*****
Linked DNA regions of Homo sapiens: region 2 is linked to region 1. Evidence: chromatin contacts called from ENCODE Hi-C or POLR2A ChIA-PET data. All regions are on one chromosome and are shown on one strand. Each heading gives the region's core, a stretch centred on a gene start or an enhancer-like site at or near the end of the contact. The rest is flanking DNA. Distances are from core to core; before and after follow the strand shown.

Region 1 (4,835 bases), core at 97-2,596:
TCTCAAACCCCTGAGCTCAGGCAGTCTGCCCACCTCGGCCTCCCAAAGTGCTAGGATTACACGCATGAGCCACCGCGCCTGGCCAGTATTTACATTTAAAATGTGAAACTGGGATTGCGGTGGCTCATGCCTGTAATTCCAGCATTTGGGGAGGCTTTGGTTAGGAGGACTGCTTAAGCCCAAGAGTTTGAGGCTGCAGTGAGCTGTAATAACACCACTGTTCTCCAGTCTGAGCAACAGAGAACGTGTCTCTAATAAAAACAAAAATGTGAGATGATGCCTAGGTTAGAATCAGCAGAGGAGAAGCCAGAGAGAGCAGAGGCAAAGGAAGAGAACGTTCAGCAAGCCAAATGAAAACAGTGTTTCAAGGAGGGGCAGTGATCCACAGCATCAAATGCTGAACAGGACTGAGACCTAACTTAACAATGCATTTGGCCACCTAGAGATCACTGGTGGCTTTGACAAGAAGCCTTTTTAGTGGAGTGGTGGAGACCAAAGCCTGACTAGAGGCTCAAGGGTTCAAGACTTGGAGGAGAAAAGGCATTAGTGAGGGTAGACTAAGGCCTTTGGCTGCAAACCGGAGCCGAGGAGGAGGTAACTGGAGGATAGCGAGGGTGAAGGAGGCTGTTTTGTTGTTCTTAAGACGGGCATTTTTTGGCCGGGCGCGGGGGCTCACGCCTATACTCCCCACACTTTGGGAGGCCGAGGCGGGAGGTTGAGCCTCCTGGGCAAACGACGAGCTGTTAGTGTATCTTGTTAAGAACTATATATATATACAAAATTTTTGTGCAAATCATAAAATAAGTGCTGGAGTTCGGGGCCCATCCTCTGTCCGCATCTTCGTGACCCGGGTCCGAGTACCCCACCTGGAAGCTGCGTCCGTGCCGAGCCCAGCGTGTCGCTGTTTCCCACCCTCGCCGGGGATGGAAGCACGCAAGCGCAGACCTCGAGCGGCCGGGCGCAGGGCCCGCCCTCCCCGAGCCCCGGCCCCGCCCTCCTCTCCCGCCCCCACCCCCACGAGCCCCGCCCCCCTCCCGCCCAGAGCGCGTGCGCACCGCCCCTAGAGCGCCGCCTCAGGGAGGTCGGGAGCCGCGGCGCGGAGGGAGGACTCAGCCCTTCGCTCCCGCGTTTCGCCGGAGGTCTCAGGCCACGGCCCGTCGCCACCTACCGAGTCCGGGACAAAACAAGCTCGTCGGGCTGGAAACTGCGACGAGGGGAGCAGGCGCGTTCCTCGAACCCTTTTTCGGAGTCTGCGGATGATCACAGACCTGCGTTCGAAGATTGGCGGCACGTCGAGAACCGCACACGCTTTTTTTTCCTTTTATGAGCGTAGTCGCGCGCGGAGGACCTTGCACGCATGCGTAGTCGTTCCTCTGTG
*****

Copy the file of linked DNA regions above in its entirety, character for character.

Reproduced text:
Linked DNA regions of Homo sapiens: region 2 is linked to region 1. Evidence: chromatin contacts called from ENCODE Hi-C or POLR2A ChIA-PET data. All regions are on one chromosome and are shown on one strand. Each heading gives the region's core, a stretch centred on a gene start or an enhancer-like site at or near the end of the contact. The rest is flanking DNA. Distances are from core to core; before and after follow the strand shown.

Region 1 (4,835 bases), core at 97-2,596:
TCTCAAACCCCTGAGCTCAGGCAGTCTGCCCACCTCGGCCTCCCAAAGTGCTAGGATTACACGCATGAGCCACCGCGCCTGGCCAGTATTTACATTTAAAATGTGAAACTGGGATTGCGGTGGCTCATGCCTGTAATTCCAGCATTTGGGGAGGCTTTGGTTAGGAGGACTGCTTAAGCCCAAGAGTTTGAGGCTGCAGTGAGCTGTAATAACACCACTGTTCTCCAGTCTGAGCAACAGAGAACGTGTCTCTAATAAAAACAAAAATGTGAGATGATGCCTAGGTTAGAATCAGCAGAGGAGAAGCCAGAGAGAGCAGAGGCAAAGGAAGAGAACGTTCAGCAAGCCAAATGAAAACAGTGTTTCAAGGAGGGGCAGTGATCCACAGCATCAAATGCTGAACAGGACTGAGACCTAACTTAACAATGCATTTGGCCACCTAGAGATCACTGGTGGCTTTGACAAGAAGCCTTTTTAGTGGAGTGGTGGAGACCAAAGCCTGACTAGAGGCTCAAGGGTTCAAGACTTGGAGGAGAAAAGGCATTAGTGAGGGTAGACTAAGGCCTTTGGCTGCAAACCGGAGCCGAGGAGGAGGTAACTGGAGGATAGCGAGGGTGAAGGAGGCTGTTTTGTTGTTCTTAAGACGGGCATTTTTTGGCCGGGCGCGGGGGCTCACGCCTATACTCCCCACACTTTGGGAGGCCGAGGCGGGAGGTTGAGCCTCCTGGGCAAACGACGAGCTGTTAGTGTATCTTGTTAAGAACTATATATATATACAAAATTTTTGTGCAAATCATAAAATAAGTGCTGGAGTTCGGGGCCCATCCTCTGTCCGCATCTTCGTGACCCGGGTCCGAGTACCCCACCTGGAAGCTGCGTCCGTGCCGAGCCCAGCGTGTCGCTGTTTCCCACCCTCGCCGGGGATGGAAGCACGCAAGCGCAGACCTCGAGCGGCCGGGCGCAGGGCCCGCCCTCCCCGAGCCCCGGCCCCGCCCTCCTCTCCCGCCCCCACCCCCACGAGCCCCGCCCCCCTCCCGCCCAGAGCGCGTGCGCACCGCCCCTAGAGCGCCGCCTCAGGGAGGTCGGGAGCCGCGGCGCGGAGGGAGGACTCAGCCCTTCGCTCCCGCGTTTCGCCGGAGGTCTCAGGCCACGGCCCGTCGCCACCTACCGAGTCCGGGACAAAACAAGCTCGTCGGGCTGGAAACTGCGACGAGGGGAGCAGGCGCGTTCCTCGAACCCTTTTTCGGAGTCTGCGGATGATCACAGACCTGCGTTCGAAGATTGGCGGCACGTCGAGAACCGCACACGCTTTTTTTTCCTTTTATGAGCGTAGTCGCGCGCGGAGGACCTTGCACGCATGCGTAGTCGTTCCTCTGTG